1. Racing – The drive to win close races to recover from mistakes and overtake your competition, the desire to win!!!! Some swimmers have that desire and others must be taught. You must add racing sets in your workout. Each swimmer must have the ability to start and stop speed (variable speed) thru out the season no matter what phase of training you are currently involved. Drafting then passing, stagger starts and racing different abilities of swimmers in practice must be some part of a weekly routine.
2. Race Pace – This isn’t sprinting to exhaustion but creating the speed that will be needed to achieve goal times for each event. Let’s take the 100 free for our example: John’s goal is to swim a 48.00 in the 100. In order to achieve this swim we must create and instill muscle memory in john to help him achieve this goal. John will need to maintain 12.00 while swimming 25’s and 24.00 speed while doing 50’s. You can eventually work up to 75’s and broken 100’s (breaking them at different distances) and finally a 100 from the block before he actually swims his big race. This will give John the confidence he needs for his big race. Start the season with enough rest at each desired distance to achieve race pace speed and as the season continues change the rest interval and achieve the same result. If John is tired on a given day that you want him to do race pace then you must give him enough rest to achieve race pace. This doesn’t have to be the main set but just the last 10 minutes of a desired workout. Please remember to do race pace during the aerobic phase of the season and during holiday training. Race pace develops muscle memory and helps create speed and power. Remember that your dryland program is important and must coincide with this type of training. You will do more race pace as the taper progresses. Recovery and over-speed sets are as important and must be incorporated in workouts with race pace. Training with speed and power in the water and during dryland will enhance everything you are trying to achieve in your program.
3. Over-speed – Creating and enhancing muscle memory with the possible speed of a time not yet achieved in a race. Creating speed in short spurts helps train the fast twitch muscle make-up of every swimmer. Cords is wide spread example usually incorporated during the taper or resting phase of a season and should be used thru out. Over-speed can be achieved off starts and walls and during very short distances or with correct Tarzan swimming.
4. Tarzan for speed purposes – Swimmers that do water polo use Tarzan to see the ball. They are strong, have arm speed, upper body strength and usually are great at kicking. Wow, everything you need for sprinting!!!!! Sprinting doesn’t always mean short distances. 200’s are now in the sprint category. If you have ever seen Diana Munz swim she has great kicking skills that were evident in her swims off each wall and at the end of distance events. She shows variable speed and power in the distance events with her upper body and legs…………..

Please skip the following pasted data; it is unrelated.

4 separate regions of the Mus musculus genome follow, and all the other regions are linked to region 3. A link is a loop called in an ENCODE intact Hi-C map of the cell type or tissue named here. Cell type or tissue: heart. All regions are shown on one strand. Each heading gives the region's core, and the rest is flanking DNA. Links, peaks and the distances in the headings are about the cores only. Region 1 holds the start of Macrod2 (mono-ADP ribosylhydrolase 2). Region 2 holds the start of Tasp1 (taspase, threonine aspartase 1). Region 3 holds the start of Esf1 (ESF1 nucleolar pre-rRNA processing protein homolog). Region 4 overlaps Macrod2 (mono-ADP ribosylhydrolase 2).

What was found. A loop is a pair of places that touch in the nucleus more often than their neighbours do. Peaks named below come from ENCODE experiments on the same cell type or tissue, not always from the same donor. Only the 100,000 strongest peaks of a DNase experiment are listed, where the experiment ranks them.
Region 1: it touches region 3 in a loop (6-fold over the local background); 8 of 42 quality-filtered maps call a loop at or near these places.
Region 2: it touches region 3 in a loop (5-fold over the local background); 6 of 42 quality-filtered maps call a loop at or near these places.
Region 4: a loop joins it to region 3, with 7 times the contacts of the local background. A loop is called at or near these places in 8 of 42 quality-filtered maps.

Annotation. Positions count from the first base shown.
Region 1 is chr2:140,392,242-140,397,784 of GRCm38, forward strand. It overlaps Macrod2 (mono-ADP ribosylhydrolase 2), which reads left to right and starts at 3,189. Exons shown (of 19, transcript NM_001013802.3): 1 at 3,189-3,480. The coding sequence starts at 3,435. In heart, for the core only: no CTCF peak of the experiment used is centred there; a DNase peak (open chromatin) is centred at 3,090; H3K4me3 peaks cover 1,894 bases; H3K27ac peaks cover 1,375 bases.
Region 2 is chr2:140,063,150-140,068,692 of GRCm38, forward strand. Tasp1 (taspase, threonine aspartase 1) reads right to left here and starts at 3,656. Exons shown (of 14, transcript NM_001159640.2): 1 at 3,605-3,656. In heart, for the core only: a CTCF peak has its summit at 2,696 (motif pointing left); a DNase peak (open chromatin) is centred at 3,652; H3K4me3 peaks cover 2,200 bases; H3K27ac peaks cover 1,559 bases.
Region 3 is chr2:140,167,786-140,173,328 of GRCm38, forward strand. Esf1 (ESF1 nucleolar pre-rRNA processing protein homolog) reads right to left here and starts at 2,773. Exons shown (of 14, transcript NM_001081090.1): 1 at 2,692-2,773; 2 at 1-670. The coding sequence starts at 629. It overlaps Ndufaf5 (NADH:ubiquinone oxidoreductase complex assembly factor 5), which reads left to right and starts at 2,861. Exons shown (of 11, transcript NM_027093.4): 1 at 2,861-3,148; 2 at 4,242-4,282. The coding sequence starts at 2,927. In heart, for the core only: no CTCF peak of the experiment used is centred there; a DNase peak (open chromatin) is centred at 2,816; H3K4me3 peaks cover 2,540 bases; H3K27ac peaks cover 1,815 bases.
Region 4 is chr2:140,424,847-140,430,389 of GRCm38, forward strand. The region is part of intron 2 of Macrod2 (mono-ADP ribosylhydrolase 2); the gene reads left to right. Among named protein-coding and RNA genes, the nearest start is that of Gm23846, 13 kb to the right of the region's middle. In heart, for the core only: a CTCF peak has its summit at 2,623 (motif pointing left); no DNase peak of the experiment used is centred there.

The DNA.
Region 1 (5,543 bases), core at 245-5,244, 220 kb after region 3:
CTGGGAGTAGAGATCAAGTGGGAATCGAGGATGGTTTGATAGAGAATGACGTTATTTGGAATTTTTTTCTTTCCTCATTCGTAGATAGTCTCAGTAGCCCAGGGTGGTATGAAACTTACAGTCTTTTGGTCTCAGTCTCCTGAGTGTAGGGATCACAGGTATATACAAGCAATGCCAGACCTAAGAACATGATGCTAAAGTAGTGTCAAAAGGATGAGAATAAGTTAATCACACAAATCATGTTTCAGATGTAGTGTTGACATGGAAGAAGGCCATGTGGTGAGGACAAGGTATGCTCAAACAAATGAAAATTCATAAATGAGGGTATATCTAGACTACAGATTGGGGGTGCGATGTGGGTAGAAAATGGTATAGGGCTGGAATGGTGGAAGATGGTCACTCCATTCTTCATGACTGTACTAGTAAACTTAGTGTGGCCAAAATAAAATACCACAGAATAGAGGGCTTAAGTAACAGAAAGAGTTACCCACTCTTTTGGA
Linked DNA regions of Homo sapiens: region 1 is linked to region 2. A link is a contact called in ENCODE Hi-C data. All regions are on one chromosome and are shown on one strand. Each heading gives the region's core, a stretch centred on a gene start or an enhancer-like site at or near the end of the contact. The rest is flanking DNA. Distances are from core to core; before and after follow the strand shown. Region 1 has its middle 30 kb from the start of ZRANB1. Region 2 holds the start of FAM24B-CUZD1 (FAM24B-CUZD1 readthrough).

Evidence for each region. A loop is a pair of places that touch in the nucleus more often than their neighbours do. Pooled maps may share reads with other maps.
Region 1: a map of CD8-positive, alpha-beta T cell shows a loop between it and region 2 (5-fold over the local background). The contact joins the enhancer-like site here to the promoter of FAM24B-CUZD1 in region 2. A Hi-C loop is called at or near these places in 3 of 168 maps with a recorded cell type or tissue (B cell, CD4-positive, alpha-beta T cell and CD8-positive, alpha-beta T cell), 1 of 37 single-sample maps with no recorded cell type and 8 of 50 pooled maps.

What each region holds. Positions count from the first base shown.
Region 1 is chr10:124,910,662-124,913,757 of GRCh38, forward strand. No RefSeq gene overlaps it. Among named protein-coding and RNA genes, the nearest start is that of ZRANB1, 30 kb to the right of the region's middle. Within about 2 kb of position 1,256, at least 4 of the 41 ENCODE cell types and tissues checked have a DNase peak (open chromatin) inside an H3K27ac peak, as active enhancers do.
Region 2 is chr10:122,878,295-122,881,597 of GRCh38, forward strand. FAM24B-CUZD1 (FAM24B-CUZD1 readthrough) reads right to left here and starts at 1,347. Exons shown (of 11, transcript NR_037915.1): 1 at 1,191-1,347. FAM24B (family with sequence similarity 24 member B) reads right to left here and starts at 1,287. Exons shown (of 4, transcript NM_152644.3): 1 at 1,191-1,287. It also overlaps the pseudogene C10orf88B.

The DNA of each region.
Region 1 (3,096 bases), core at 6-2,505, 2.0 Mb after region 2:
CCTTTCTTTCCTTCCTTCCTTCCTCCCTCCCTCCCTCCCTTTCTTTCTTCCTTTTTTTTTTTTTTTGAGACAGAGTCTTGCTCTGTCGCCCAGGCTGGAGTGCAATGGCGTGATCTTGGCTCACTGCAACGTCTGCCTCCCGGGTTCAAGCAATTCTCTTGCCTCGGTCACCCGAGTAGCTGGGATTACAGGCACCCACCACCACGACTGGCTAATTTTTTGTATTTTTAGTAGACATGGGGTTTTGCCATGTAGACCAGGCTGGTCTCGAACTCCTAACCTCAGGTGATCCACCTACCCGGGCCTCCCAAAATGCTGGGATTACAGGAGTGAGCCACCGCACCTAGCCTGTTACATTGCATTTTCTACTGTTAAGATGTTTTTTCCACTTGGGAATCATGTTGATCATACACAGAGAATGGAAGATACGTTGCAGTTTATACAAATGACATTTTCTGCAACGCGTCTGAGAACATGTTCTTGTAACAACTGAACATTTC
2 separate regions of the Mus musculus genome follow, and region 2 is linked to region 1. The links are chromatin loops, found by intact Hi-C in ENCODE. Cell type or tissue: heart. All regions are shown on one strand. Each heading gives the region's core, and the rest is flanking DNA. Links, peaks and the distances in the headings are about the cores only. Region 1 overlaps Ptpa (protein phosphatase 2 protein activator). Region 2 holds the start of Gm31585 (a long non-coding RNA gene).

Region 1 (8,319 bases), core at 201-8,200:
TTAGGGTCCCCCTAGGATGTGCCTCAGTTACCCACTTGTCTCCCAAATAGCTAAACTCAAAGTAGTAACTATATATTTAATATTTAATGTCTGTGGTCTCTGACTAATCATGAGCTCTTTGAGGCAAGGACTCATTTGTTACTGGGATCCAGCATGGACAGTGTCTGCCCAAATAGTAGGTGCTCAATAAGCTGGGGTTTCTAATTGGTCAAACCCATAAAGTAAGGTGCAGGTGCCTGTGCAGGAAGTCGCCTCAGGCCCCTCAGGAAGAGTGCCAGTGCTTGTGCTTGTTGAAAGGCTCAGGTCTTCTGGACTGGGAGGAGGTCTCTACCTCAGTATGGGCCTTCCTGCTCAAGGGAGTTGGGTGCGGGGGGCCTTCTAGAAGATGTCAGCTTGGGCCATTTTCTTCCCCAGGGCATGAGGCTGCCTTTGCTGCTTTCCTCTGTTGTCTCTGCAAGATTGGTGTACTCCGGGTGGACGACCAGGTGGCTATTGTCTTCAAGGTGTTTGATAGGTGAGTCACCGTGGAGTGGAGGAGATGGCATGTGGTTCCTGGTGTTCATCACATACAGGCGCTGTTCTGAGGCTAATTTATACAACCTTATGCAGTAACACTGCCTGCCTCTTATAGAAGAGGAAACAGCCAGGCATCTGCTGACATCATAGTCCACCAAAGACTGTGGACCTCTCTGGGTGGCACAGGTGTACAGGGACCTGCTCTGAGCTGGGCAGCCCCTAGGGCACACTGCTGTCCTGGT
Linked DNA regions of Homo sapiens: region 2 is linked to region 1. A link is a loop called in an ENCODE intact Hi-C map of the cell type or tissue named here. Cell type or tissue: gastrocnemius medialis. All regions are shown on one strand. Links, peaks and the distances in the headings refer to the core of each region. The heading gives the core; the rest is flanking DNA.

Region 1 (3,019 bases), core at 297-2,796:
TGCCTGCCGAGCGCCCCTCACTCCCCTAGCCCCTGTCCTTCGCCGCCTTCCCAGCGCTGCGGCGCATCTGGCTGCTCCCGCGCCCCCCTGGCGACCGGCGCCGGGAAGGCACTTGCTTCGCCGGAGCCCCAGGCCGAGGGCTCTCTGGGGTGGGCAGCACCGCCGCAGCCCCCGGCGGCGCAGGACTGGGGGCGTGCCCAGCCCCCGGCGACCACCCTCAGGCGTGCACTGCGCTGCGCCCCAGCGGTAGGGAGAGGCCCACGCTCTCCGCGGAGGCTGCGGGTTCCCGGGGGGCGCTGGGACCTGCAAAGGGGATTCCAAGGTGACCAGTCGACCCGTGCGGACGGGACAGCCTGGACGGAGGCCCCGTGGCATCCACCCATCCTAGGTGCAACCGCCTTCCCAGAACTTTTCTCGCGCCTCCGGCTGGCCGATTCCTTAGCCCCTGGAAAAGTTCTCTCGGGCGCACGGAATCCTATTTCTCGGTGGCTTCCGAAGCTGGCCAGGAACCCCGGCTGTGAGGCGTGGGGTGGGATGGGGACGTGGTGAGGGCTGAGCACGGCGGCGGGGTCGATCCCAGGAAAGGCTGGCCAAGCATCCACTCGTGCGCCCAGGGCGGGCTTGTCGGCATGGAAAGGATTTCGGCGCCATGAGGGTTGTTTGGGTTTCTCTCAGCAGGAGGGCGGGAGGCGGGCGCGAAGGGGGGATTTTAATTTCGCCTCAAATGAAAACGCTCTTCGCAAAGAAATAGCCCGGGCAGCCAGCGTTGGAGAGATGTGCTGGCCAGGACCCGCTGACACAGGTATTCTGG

5. Recovery and dryland – These two categories make most coaches nervous. I understand the thinking of overtraining, as I have to constantly trust what I believe and not slip into the way I was trained to over train. Proper recovery must be part of each workout phase and the dryland program must match recovery and must constantly change body part emphasis to ensure recovery. Hard work should alternate legs, core and upper body. That doesn’t mean if you are recovering the legs you can’t work the arms, etc…. You can even alternate upper and lower body between dryland and swimming as well as in each set! You can alternate within each set, from set to set from work –out to workout, week to week. Add a true recovery workout once during the week and see how your swimmers respond the next day. Maybe recover for an hour and surprise them by sending them home early, you have now added MENTAL RECOVERY.
6. Each set should include distances as well as the repetitions, mechanics emphasis, and what to do on each part of the swim. For example: 6 X 400’s on 5:00 free with 4 fly kicks off each wall breathing to one side of the pool (to insure breathing n both sides and even shoulder rotation) and make-sure the swimmers know why. Odd swims are variable speed 75% – 95% by 50, with numbers 2 and 4 pace holding 1:02 and number 6 being timed with sprint kicking each wall and last 200. Write it down for them to read and repeat it to them verbally as you know it’ll take many times to get it thru their heads.